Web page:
MetroPark: Hot Topic founder Orv Madden is the creator behind this California-based retail startup that describes itself as "part club and part street boutique." But unlike Hot Topic (Charts), mall-based MetroPark stores aren't targeting fickle teen shoppers.

Said Stern, "This store is for customers who have moved beyond a Hot Topic. They're older and more mature, in the 25-to-34 age range." Although most of its 24 stores are located on the West Coast, MetroPark has been expanding elsewhere with stores in Texas and planned openings in New York and Las Vegas.

MetroPark carries a variety of trendy apparel and accessories brands such as True Religion, Le Sportsac and Harajuku Lovers. It's stores also feature DJs, adding to the club-like atmosphere.

Even though he's closely tracking MetroPark's expansion, Stern thinks the company is still about a year away from a potential IPO. MetroPark could not immediately be reached for comment.

Room & Board. It's no secret that furniture and home furnishings retailers are facing an industry downturn. Pier 1 Imports (Charts) is one of the hardest-hit names in the sector, and continues to suffer a long string of monthly sales declines at its stores.

Nevertheless, Stern is enthusiastic about Minneapolis-based Room & Board, which sells stylish contemporary furniture in the mid to high-end price range.

"I think of them as a grown-up Ikea. Their furniture would appeal to first-time home buyers or people moving into city apartments. They have a non-commission selling staff and their overall customer service is very good," said Stern.

The company does not disclose its annual sales. Room & Board currently operates 9 retail stores both on the East and West Coast as well as Internet and catalog operations.

Dream Dinners. What the heck is a "meal assembly store?" Well, this is how the Snohomish, Wash.-based company best describes its business.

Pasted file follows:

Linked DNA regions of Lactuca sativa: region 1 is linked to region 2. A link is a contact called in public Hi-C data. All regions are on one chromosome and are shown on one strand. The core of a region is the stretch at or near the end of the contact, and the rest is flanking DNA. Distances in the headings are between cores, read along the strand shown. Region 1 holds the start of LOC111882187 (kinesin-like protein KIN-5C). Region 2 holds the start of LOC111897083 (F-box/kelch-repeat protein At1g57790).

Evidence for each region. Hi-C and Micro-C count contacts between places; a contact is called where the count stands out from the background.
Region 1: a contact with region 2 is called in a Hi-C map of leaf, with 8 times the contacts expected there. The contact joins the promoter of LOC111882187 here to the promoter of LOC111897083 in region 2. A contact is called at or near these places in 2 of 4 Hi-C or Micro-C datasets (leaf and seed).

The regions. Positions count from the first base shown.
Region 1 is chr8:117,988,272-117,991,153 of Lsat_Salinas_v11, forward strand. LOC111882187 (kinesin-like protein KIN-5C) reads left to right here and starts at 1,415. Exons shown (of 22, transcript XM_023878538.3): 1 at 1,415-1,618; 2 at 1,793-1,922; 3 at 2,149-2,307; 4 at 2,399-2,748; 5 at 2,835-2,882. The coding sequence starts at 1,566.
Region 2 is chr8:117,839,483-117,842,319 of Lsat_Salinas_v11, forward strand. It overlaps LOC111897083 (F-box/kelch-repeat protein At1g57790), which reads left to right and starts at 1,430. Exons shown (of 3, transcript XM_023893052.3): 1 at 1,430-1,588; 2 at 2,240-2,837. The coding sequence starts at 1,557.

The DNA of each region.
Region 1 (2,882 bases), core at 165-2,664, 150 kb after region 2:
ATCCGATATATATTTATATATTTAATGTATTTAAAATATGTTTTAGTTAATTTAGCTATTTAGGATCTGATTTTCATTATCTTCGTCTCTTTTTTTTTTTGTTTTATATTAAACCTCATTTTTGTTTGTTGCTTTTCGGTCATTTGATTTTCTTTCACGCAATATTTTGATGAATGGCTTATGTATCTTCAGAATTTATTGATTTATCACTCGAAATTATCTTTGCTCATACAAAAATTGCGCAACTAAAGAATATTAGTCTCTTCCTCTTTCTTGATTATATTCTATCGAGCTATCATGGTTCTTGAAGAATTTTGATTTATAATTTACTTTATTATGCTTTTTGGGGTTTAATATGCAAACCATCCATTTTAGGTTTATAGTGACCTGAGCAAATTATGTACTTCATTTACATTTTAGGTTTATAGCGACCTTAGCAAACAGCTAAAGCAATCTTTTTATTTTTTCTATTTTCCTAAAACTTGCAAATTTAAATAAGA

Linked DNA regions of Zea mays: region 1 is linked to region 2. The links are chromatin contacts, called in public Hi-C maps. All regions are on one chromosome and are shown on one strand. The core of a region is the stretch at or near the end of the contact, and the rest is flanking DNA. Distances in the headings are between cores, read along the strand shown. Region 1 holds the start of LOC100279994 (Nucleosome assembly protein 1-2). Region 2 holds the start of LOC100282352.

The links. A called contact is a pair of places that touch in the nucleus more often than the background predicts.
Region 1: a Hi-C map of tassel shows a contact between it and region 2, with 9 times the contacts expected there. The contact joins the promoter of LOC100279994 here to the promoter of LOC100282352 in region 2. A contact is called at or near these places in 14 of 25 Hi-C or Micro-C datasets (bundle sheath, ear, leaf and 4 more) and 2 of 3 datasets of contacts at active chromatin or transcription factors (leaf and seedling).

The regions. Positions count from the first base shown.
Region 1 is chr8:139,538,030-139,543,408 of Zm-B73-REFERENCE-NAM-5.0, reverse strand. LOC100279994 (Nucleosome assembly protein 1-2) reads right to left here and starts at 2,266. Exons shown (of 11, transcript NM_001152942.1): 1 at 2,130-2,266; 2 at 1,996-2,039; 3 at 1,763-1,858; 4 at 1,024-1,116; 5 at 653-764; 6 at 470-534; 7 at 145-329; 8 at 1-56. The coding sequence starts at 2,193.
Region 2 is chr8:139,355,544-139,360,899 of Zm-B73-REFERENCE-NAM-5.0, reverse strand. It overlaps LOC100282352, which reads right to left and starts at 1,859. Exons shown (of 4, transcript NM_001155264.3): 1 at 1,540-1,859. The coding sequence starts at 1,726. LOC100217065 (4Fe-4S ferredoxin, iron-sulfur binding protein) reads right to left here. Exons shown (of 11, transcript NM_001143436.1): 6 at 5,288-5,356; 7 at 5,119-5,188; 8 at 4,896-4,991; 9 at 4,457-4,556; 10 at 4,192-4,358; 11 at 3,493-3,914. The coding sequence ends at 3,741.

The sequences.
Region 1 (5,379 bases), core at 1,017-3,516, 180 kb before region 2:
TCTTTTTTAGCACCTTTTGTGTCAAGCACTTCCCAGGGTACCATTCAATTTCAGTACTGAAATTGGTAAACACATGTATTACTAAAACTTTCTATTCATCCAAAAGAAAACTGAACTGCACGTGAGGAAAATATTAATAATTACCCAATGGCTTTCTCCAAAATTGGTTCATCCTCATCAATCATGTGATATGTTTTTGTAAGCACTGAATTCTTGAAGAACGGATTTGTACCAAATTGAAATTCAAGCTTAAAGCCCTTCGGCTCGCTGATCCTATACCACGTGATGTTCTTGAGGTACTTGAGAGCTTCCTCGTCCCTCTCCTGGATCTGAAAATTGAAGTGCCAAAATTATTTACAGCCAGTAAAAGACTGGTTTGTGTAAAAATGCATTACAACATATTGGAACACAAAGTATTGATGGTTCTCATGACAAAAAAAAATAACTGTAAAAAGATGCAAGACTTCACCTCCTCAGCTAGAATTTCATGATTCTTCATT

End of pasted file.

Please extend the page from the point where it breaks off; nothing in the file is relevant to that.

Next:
Dream Dinners operates more than 215 food preparation franchise locations around the country where customers can put together uncooked meals to take home to freeze or cook later.

According to the company, customers preview a monthly menu online at dreamdinners.com and then register for a meal assembly session at the store. At the store, customers have a choice of scooping together refrigerated or fresh raw ingredients into bags with the appropriate cooking instructions.

The cost is about $3.00 a serving.

"This is another really hot trend right now, especially with busy parents," said Stern, adding that the company, which started in 2002, is growing stores about 40 percent a year. The company last year logged revenue of more than $10 million.

"The Dream Dinner experience combines two things. It simplifies cooking. Then there's the social aspect of bringing together a group of strangers or friends to put dinner together," Stern said.

Blue Mercury. Its stores are a hybrid between an upscale cosmetic store and a spa.

Stern said Blue Mercury is doing a good job of developing a niche clientele of customers in tony neighborhoods who may not want to go to a mall to pick up their grooming products.

Blue Mercury currently has 17 locations but Stern said the company has been getting more venture capital funding to boost its expansion. Blue Mercury would be a realistic IPO candidate although Stern doesn't anticipate the company going public in the near future.